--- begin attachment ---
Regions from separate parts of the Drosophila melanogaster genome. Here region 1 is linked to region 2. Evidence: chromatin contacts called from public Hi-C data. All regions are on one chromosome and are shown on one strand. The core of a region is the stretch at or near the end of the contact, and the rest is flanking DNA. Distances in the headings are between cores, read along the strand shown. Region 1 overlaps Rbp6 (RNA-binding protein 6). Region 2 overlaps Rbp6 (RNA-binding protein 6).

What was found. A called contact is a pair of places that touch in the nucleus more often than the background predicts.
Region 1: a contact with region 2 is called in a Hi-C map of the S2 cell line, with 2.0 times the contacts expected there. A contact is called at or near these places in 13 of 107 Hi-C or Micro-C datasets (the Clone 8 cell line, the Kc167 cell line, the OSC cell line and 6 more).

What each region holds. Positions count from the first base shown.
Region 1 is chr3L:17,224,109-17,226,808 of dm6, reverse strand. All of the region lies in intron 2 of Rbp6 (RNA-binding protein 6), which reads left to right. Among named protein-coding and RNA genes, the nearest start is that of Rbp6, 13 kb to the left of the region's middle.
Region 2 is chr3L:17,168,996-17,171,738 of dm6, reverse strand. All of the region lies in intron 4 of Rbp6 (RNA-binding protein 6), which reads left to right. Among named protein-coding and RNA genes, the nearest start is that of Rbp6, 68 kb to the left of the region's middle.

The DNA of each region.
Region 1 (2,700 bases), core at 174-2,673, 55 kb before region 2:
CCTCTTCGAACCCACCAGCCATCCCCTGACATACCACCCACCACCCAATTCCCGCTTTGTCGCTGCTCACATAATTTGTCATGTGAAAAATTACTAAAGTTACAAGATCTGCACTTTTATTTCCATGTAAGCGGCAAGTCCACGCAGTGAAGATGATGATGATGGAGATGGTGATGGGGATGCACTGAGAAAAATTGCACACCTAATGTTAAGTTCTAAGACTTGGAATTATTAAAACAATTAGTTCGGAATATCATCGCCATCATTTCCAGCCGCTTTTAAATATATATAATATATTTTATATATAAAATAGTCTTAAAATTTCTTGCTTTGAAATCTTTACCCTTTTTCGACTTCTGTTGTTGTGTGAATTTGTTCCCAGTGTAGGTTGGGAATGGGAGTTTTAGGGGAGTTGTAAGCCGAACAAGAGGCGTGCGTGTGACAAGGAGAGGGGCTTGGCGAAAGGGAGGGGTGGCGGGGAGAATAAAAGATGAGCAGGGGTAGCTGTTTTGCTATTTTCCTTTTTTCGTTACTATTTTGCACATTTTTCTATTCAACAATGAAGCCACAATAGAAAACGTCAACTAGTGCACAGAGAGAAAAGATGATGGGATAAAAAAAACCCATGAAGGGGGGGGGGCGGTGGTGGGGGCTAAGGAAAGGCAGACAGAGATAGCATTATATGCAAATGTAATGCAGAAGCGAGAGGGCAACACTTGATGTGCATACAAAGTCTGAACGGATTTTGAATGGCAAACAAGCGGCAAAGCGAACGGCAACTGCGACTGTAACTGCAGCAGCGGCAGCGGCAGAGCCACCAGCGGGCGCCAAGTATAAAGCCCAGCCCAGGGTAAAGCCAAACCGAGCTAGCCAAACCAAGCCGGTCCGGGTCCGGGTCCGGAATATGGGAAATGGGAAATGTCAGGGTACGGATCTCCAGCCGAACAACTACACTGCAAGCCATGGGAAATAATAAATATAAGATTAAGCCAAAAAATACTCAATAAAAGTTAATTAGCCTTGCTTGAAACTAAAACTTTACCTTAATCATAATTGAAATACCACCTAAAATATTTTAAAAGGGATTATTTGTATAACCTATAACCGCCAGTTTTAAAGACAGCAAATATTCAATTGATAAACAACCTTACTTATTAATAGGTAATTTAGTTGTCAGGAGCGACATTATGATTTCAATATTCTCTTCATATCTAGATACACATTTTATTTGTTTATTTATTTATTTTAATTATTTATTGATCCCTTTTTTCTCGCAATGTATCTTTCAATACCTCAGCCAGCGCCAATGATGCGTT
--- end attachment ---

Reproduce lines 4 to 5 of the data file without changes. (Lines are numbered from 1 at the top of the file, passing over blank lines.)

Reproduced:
What each region holds. Positions count from the first base shown.
Region 1 is chr3L:17,224,109-17,226,808 of dm6, reverse strand. All of the region lies in intron 2 of Rbp6 (RNA-binding protein 6), which reads left to right. Among named protein-coding and RNA genes, the nearest start is that of Rbp6, 13 kb to the left of the region's middle.